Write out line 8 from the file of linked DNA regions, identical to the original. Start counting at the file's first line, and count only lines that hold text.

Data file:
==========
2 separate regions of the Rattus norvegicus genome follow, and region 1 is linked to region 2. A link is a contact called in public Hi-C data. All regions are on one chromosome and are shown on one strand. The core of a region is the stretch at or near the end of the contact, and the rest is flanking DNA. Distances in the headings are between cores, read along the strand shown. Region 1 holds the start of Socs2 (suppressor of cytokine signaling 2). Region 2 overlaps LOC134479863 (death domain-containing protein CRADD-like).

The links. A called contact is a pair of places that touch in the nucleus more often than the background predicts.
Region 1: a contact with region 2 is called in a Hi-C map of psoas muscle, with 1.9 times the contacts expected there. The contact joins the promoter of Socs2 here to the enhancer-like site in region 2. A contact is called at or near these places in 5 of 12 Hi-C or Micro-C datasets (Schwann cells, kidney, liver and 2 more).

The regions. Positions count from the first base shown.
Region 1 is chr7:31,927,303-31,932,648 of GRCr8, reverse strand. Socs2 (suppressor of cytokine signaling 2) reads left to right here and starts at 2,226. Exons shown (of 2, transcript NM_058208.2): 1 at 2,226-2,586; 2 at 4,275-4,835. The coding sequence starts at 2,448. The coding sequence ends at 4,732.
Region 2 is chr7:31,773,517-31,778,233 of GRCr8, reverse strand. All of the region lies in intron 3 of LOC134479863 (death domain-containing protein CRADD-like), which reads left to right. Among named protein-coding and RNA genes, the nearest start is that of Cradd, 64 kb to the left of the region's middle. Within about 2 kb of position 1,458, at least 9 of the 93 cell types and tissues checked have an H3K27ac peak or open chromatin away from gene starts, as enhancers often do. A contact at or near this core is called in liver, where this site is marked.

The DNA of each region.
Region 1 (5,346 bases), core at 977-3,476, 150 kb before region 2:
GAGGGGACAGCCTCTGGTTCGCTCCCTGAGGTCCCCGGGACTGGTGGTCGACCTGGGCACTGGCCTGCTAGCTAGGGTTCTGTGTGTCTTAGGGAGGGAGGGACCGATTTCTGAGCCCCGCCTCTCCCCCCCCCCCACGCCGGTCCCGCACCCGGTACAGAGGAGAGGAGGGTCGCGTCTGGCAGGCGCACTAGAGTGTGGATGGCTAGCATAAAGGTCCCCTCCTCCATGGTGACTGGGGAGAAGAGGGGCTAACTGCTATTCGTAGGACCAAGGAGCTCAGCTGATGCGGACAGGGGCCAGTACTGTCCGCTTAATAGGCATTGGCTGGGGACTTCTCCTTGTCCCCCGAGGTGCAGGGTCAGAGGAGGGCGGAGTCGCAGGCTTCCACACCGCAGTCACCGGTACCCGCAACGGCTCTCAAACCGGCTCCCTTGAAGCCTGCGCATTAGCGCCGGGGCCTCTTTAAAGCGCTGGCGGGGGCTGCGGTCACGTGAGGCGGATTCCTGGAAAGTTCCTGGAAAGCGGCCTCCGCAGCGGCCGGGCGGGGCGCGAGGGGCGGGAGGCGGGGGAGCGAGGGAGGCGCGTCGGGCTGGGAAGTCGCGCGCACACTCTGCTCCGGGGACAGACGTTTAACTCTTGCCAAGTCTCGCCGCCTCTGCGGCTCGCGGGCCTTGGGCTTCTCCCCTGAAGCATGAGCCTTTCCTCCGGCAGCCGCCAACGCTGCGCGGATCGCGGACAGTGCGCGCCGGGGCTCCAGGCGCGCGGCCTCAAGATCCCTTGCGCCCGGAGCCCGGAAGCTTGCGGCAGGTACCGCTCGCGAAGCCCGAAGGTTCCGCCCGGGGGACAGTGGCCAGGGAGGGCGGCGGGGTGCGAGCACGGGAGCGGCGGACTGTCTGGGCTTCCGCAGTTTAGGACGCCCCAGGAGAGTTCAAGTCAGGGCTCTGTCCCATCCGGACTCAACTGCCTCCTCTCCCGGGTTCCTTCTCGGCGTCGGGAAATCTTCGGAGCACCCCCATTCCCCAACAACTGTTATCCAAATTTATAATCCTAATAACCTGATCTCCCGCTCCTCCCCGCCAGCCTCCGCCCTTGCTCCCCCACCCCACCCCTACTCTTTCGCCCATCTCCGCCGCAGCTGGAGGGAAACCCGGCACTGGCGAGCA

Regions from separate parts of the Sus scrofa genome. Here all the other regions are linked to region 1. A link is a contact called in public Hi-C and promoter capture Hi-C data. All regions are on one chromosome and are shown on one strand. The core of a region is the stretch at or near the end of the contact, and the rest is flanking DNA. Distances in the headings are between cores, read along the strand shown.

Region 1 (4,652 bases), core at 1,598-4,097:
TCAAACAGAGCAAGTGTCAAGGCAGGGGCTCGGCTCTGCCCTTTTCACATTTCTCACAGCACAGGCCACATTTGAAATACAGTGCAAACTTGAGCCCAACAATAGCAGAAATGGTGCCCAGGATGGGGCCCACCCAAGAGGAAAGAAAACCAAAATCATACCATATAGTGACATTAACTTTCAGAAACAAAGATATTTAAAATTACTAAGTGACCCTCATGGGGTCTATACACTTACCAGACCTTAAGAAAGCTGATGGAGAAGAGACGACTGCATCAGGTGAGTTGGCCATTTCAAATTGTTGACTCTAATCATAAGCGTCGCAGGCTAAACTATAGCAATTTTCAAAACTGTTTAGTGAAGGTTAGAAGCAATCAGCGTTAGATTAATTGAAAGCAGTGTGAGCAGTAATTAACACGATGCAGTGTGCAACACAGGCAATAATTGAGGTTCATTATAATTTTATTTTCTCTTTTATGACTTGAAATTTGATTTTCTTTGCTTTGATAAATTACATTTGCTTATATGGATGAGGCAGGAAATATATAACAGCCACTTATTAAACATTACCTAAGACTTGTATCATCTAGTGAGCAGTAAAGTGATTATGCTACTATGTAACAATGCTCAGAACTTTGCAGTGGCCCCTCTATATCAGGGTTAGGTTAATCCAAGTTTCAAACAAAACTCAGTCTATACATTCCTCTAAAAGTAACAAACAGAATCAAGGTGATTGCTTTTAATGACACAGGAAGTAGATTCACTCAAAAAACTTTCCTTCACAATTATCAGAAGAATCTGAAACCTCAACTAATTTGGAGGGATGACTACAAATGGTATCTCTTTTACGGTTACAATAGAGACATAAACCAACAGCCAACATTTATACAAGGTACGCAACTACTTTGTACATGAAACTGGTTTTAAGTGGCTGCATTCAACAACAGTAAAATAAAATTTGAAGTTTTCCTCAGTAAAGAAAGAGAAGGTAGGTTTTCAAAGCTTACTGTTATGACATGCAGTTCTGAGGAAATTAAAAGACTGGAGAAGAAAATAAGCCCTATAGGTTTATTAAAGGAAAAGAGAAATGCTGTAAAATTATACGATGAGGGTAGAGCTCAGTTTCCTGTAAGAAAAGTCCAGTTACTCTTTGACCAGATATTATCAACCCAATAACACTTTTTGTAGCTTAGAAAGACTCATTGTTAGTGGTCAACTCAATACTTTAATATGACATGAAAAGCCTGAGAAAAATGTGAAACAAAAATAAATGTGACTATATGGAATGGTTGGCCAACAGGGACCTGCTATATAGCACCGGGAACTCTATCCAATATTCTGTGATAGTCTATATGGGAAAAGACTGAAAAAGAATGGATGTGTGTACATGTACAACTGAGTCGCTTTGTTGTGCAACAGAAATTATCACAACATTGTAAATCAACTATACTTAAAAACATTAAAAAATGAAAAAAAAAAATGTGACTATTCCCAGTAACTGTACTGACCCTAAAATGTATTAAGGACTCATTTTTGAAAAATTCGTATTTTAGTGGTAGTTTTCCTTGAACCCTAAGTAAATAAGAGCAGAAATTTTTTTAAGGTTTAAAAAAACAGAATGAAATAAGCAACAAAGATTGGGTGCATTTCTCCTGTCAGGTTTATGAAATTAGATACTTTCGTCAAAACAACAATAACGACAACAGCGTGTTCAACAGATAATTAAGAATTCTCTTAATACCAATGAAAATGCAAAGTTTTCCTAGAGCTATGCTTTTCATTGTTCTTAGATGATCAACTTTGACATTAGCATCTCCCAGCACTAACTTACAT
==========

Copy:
Region 1 (5,346 bases), core at 977-3,476, 150 kb before region 2: